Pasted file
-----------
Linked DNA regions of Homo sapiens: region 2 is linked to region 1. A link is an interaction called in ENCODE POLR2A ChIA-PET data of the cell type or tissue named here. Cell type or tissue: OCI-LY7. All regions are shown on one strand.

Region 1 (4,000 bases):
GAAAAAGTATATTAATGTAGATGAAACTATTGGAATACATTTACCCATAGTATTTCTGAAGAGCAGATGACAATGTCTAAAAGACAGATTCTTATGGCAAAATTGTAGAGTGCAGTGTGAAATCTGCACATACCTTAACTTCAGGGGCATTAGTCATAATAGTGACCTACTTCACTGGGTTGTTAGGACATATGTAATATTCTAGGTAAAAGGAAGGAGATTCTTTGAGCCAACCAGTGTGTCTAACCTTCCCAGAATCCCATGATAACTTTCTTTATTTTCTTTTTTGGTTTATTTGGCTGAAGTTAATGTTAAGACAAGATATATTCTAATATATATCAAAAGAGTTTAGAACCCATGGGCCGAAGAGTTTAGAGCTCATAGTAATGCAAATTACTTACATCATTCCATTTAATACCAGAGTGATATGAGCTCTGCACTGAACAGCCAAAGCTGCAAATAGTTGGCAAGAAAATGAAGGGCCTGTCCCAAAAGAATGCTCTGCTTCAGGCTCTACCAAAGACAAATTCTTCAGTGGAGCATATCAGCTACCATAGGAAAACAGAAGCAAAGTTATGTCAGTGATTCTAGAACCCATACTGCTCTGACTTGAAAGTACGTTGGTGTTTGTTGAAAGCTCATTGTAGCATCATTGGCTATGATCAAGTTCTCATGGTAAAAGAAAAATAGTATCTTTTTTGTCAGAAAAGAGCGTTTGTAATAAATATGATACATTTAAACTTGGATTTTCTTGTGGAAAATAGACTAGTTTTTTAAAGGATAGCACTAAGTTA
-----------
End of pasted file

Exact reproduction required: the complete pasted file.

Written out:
Linked DNA regions of Homo sapiens: region 2 is linked to region 1. A link is an interaction called in ENCODE POLR2A ChIA-PET data of the cell type or tissue named here. Cell type or tissue: OCI-LY7. All regions are shown on one strand.

Region 1 (4,000 bases):
GAAAAAGTATATTAATGTAGATGAAACTATTGGAATACATTTACCCATAGTATTTCTGAAGAGCAGATGACAATGTCTAAAAGACAGATTCTTATGGCAAAATTGTAGAGTGCAGTGTGAAATCTGCACATACCTTAACTTCAGGGGCATTAGTCATAATAGTGACCTACTTCACTGGGTTGTTAGGACATATGTAATATTCTAGGTAAAAGGAAGGAGATTCTTTGAGCCAACCAGTGTGTCTAACCTTCCCAGAATCCCATGATAACTTTCTTTATTTTCTTTTTTGGTTTATTTGGCTGAAGTTAATGTTAAGACAAGATATATTCTAATATATATCAAAAGAGTTTAGAACCCATGGGCCGAAGAGTTTAGAGCTCATAGTAATGCAAATTACTTACATCATTCCATTTAATACCAGAGTGATATGAGCTCTGCACTGAACAGCCAAAGCTGCAAATAGTTGGCAAGAAAATGAAGGGCCTGTCCCAAAAGAATGCTCTGCTTCAGGCTCTACCAAAGACAAATTCTTCAGTGGAGCATATCAGCTACCATAGGAAAACAGAAGCAAAGTTATGTCAGTGATTCTAGAACCCATACTGCTCTGACTTGAAAGTACGTTGGTGTTTGTTGAAAGCTCATTGTAGCATCATTGGCTATGATCAAGTTCTCATGGTAAAAGAAAAATAGTATCTTTTTTGTCAGAAAAGAGCGTTTGTAATAAATATGATACATTTAAACTTGGATTTTCTTGTGGAAAATAGACTAGTTTTTTAAAGGATAGCACTAAGTTA